LONDON, May 1, 2012 (LifeSiteNews.com) - A British woman has told the Daily Mail that Internet pornography has turned her 11 year-old son into a shell of the boy he was. The mother, who is not named, said her son, “Charlie, ” changed “beyond recognition” after he started using Internet pornography on his computer in his room without his parents’ knowledge.

“Not just his behaviour,” the woman wrote, “but his entire character started changing.” From being a normal “cheerful, friendly, sunny” boy interested in sports, Charlie became “withdrawn, moody and sullen,” losing his appetite and ceasing to sleep at night. He started writing notes to himself: “I hate myself,” or “Charlie is s***” on scraps of paper, books and magazines around the house, and drawing obscene cartoons.

Charlie’s mother wrote that she broke down the day she discovered the words “I am disgusting” written on the inside of his arm. She was shocked to learn the cause of her son’s personality change was pornography addiction, not drugs or drinking.

“An 11-year-old boy with no credit card had been able to access websites that presented every possible kind of perversion. Today’s pornography is vile beyond description,” she wrote. Scenes of violence, sadism, degradation of women and child abuse were common among the material stored on Charlie’s computer.

“In a peculiarly disturbing twist, some of the most vile, paedophiliac images were presented in cartoon form, so that children were abused in the very medium that children most like to watch,” the woman wrote. She saw the “hateful, loveless and deeply offensive way that porn degrades the female sex” and worried about the effect it would have on her son’s social development.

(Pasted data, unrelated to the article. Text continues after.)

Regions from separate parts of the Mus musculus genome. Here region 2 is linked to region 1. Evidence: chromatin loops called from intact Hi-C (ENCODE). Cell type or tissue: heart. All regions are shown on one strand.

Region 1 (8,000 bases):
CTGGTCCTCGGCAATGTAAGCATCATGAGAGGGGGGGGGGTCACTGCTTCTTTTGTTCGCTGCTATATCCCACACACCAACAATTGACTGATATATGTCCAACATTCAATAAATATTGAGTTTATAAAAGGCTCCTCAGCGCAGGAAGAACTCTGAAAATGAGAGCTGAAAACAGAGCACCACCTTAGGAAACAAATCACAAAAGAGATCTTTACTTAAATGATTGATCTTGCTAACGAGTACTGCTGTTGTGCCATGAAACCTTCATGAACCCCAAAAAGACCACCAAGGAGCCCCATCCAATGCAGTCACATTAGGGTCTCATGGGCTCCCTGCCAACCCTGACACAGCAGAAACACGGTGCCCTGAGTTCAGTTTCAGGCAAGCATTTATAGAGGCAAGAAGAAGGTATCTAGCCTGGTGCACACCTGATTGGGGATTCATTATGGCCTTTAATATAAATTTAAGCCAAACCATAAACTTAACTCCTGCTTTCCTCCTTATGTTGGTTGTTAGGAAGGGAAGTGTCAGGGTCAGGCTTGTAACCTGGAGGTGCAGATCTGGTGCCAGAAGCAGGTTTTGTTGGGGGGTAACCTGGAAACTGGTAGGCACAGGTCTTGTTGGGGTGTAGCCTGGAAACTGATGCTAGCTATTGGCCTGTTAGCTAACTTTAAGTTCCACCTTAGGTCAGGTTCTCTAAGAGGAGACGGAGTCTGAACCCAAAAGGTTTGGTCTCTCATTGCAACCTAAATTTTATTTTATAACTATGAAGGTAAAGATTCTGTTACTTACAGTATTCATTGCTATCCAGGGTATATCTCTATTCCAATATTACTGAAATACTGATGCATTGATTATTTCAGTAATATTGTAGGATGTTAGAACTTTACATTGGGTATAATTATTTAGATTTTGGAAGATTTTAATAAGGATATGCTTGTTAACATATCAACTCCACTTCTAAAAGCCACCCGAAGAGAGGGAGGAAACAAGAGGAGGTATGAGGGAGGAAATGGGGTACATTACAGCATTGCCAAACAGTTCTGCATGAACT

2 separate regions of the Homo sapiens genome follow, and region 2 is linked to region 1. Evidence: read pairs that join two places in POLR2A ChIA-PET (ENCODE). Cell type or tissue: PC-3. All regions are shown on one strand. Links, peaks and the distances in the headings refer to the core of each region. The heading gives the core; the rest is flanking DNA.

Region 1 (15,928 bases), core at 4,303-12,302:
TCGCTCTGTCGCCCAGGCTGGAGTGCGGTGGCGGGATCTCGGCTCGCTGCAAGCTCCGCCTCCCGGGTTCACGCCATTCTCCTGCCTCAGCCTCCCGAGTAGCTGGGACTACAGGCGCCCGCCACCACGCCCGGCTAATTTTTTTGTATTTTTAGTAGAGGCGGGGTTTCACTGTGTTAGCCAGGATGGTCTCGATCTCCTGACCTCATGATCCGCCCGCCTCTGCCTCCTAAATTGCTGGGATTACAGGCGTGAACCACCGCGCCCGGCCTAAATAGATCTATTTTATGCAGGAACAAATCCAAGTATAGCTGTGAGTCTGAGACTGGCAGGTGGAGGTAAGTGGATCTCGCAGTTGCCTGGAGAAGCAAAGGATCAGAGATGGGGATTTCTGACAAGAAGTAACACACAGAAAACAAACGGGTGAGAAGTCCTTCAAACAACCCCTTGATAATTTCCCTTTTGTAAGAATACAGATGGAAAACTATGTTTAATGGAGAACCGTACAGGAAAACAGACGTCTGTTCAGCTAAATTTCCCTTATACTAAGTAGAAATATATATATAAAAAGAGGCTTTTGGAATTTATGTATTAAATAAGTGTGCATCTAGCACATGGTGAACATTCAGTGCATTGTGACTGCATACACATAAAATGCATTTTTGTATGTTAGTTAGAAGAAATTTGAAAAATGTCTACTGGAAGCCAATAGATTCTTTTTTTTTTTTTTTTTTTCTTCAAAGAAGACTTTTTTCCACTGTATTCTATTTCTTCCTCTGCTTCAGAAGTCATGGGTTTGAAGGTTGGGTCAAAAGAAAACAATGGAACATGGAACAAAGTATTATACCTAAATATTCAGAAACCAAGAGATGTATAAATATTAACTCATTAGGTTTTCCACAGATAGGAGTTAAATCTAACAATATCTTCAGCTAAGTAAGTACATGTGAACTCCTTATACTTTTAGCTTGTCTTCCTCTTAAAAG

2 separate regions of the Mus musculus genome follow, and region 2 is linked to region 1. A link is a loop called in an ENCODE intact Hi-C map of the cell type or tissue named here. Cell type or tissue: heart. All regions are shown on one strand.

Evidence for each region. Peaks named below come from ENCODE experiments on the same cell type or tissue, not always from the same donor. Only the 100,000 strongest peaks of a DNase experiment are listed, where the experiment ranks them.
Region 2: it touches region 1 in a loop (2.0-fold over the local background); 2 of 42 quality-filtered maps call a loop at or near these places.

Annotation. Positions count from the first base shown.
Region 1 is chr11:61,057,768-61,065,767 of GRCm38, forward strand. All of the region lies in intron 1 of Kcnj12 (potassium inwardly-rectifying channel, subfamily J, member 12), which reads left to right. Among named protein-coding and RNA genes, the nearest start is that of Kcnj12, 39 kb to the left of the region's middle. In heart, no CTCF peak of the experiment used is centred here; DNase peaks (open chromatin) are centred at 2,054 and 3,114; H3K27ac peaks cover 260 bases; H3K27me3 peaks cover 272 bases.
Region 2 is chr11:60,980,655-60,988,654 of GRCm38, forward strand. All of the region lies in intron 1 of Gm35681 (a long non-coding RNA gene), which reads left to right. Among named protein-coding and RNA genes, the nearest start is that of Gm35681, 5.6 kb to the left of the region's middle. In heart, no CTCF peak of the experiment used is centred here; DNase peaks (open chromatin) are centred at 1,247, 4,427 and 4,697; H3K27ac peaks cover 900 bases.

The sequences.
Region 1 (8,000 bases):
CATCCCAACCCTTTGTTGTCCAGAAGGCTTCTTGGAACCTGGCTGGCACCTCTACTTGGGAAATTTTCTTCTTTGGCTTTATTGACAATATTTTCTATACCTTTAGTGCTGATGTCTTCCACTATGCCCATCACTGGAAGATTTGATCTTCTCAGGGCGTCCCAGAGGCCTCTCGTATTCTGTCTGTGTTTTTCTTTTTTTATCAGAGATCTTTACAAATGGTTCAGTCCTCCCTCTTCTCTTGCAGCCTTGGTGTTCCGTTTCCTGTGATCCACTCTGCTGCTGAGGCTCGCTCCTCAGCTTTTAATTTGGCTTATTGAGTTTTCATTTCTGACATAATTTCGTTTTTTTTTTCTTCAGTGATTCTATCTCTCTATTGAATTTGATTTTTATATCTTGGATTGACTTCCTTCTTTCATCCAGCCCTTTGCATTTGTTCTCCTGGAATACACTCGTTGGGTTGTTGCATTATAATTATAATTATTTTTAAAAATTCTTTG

“It sickens me to think that Charlie and millions of his young male peers might want to treat the girls in their lives in the way that porn treats women.”

Charlie’s mother says her son has recovered and has left Internet porn behind after counselling. 

The Daily Mail notes that the woman’s testimony comes as government is in a fight with Internet service providers (ISPs) over making technology available to parents to block children’s access to offensive material. In 2010, the government announced it would be investigating ways to entirely block pornography from the ‘net. The government’s proposal is to create a system where pornography sites are automatically blocked unless the user specifically requests to see it and can prove they are over 18.

As part of that battle, the High Court ruled on Monday that a Swedish website which allows users to download without paying for pirated music and videos must be blocked by UK ISPs. Activists hope that the ruling will set a precedent to allow media vendors to block offending websites.

The Mail quoted the Labour Party media spokesman Helen Goodman, who said, “Large businesses are able to enforce their rights through the courts because they can afford to.

“But parents wanting to protect their children don’t have this option. This is why the Government needs to step in, on the side of ordinary people.”

In April, a cross-party inquiry MPs looked into children’s safety on the Internet and concluded that government must step in and force ISPs to do more to protect young people. The committee found that children have easy access to violent and pornographic material and called for stronger filters on “adult content”.

Claire Perry, a Conservative Party MP and chairman of the MPs’ inquiry said, “While parents should be responsible for their children’s online safety, in practice people find it difficult to put content filters on the plethora of Internet-enabled devices in their homes, plus families lack the right information and education on Internet safety.”